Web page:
CERC — Environmental Software and Services

Wind energy

Wind energy is an established and sustainable method of electricity production but it is commonly criticised for its variability and unpredictability. These characteristics are partly due to the variable nature of wind, but also partly due to the impacts that wind turbines, which take energy from the wind, have on other wind turbines within the same wind farm. Highly complex models have been developed to simulate the detailed airflow around wind turbines, particularly for offshore sites, however many of these are too computationally expensive to use for operational forecasting of wind farm energy production. In contrast, the practical models that are often used to predict energy production for onshore wind farms do not properly account for the effects that surface characteristics, such as topography and land use, or meteorological effects, such as convection or stratification, have on local airflow and therefore on energy production.

CERC has developed FLOWSTAR-Energy as a practical tool for predicting wind farm energy production during design and operation at both onshore and offshore sites. FLOWSTAR-Energy includes a model for airflow over complex surfaces (FLOWSTAR) and a wind turbine wake model. The wake model simulates the effect of one wind turbine on another turbine by exploiting similarities between the behaviour of a wind turbine wake and the dispersion of a plume of passive gas. An important feature of the model is that it estimates the vertical structure of the atmospheric boundary layer from standard meteorological parameters measured at the surface, so that the effects of atmospheric stability can be included.

Carbon Trust: Offshore Wind Accelerator

In 2013, CERC carried out a project for the Carbon Trust to develop a mesoscale modelling method for the investigation of offshore wind farm wake effects, as part of the Offshore Wind Accelerator (OWA) Programme. The main objective of the project was to investigate the capability of a mesoscale modelling approach to estimate the long-range wake influence from one offshore wind farm on the yield of another.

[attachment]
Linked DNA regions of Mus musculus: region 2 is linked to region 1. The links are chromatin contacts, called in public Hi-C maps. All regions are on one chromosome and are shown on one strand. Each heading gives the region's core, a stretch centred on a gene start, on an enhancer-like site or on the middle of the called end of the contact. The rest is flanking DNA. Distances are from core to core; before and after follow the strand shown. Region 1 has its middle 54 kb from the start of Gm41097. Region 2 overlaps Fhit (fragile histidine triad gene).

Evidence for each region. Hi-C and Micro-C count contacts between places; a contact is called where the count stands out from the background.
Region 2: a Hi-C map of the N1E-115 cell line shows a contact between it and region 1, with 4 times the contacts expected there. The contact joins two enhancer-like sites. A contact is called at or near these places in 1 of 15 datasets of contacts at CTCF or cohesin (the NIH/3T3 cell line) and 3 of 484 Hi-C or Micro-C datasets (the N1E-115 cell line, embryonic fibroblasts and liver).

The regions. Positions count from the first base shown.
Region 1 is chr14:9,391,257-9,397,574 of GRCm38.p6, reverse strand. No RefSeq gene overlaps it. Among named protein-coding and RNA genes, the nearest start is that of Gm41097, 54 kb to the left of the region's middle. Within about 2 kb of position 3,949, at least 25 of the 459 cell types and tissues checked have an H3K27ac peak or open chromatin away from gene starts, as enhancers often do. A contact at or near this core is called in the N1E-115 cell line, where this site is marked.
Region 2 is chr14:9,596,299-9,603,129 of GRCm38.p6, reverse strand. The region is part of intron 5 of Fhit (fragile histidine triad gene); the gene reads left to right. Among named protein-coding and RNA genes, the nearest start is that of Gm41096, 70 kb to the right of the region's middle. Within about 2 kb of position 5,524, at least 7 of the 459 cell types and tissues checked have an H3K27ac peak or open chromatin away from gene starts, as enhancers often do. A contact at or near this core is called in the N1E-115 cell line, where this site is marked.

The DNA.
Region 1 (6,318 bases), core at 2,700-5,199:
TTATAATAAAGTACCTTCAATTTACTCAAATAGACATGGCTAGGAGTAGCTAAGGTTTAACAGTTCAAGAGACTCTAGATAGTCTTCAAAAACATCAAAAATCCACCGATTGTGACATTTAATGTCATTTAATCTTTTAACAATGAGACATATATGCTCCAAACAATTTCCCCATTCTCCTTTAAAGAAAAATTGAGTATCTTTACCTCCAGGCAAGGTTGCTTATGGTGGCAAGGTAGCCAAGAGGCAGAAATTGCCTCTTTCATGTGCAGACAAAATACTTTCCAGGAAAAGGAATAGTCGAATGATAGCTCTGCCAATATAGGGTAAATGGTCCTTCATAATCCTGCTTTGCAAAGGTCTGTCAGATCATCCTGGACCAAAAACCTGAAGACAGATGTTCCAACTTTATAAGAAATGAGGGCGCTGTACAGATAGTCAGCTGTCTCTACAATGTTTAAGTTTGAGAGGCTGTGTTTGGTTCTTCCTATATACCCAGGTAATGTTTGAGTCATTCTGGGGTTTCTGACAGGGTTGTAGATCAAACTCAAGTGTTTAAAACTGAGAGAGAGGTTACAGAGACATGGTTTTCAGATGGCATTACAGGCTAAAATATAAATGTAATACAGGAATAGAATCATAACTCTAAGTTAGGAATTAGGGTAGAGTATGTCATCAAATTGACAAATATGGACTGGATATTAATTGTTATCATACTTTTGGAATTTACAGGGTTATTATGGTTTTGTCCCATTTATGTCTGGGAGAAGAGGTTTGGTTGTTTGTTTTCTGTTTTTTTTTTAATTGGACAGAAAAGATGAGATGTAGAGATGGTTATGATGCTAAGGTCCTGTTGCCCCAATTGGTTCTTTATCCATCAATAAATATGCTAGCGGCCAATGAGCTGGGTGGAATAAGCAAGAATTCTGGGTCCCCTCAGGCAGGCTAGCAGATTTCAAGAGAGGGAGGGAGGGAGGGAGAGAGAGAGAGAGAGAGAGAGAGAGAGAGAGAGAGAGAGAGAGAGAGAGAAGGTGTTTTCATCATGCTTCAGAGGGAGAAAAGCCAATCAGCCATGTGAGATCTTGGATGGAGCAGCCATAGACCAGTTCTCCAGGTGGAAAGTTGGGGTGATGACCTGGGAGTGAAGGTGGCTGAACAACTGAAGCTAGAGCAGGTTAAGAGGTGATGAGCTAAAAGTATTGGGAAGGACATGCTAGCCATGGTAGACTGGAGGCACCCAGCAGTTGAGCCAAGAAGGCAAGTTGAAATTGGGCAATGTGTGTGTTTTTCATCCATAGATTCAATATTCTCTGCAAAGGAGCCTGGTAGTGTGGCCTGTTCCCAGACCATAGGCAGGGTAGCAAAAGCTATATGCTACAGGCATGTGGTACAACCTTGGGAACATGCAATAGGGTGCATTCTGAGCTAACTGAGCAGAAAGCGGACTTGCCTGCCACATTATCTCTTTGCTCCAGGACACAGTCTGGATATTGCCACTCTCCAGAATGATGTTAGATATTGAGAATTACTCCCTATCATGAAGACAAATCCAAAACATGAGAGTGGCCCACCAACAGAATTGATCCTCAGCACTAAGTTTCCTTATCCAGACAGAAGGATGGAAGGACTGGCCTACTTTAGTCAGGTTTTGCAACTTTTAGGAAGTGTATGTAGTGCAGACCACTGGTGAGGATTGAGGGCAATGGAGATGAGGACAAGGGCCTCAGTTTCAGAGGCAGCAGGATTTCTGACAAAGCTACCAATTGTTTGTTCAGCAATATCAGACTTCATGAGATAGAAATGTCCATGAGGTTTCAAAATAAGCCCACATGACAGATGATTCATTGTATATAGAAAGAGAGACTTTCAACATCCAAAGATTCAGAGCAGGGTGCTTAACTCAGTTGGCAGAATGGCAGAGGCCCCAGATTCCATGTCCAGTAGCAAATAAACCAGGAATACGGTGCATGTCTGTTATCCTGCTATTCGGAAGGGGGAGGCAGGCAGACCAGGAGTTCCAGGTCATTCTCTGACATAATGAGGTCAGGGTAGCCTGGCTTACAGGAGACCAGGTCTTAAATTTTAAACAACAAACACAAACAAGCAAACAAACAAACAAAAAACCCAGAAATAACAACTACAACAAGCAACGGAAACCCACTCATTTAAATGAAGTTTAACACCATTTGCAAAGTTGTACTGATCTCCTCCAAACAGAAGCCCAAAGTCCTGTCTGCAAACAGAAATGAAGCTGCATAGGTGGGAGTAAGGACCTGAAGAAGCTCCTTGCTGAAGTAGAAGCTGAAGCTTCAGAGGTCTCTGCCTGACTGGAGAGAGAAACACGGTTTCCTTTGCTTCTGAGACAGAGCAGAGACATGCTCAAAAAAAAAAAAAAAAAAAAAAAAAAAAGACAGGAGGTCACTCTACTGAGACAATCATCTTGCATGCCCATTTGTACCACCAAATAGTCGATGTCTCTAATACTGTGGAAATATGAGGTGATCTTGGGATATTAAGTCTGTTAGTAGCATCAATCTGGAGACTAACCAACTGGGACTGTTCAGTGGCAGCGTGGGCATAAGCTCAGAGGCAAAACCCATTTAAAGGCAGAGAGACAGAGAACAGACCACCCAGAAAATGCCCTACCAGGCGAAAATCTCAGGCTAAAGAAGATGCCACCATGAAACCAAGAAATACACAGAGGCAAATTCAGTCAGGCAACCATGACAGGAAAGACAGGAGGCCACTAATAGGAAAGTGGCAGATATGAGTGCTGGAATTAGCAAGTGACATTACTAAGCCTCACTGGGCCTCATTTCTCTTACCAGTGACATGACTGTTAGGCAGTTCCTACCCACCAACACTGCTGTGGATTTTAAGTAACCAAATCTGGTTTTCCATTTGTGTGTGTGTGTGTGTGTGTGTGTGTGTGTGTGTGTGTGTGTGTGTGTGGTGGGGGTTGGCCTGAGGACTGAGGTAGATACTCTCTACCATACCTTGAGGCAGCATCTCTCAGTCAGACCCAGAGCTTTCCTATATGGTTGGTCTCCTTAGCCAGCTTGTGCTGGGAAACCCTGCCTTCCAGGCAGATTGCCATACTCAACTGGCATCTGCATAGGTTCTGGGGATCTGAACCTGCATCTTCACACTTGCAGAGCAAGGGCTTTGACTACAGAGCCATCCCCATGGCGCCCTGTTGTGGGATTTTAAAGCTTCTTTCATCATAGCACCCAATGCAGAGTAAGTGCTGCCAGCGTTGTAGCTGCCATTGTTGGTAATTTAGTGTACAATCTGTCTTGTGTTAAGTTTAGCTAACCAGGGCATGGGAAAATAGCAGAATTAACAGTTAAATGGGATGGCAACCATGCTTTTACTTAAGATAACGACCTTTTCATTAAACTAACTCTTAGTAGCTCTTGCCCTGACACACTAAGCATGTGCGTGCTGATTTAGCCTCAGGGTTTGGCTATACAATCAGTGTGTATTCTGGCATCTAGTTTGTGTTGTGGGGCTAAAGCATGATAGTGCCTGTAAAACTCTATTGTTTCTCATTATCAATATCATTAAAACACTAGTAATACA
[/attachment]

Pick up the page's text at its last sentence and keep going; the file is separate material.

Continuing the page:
As part of this work, CERC completed a review of candidate mesoscale models, covering their main features, advantages and disadvantages relevant to their offshore use. CERC, together with the Hong Kong University of Science and Technology, ran the mesoscale model WRF, in conjunction with a beta version of FLOWSTAR-Energy, to calculate wind speed, turbulence and wind farm power output, over a simulation period of one year.

TOPFARM: modelling wind turbine wakes with ADMS

Between 2008 and 2011, CERC was a partner in an EU sponsored project to design and demonstrate a Next generation design tool for optimisation of wind farm topology and operation. The project was particularly concerned with large wind farms, either onshore or offshore, where turbines in the interior are affected by the wakes from upwind turbines in the following ways:

TOPFARM wind speed imageTOPFARM sigma-u image

(Click to enlarge)

  • reduction in turbine inflow wind speed, causing lower energy production; and
  • increased turbulence in inflow, causing elevated loading and therefore increased fatigue.

CERC's role was to develop ADMS to model the wind speed deficit in the wake of a turbine as a meandering turbulent plume, and to use ADMS's fluctuations module to analyse the turbulent fluctuations generated by wake meandering, including the interaction between wakes.

This work led to the development of the FLOWSTAR-Energy model, which combines the wake model initially developed during TOPFARM with CERCís FLOWSTAR model of airflow over complex terrain.

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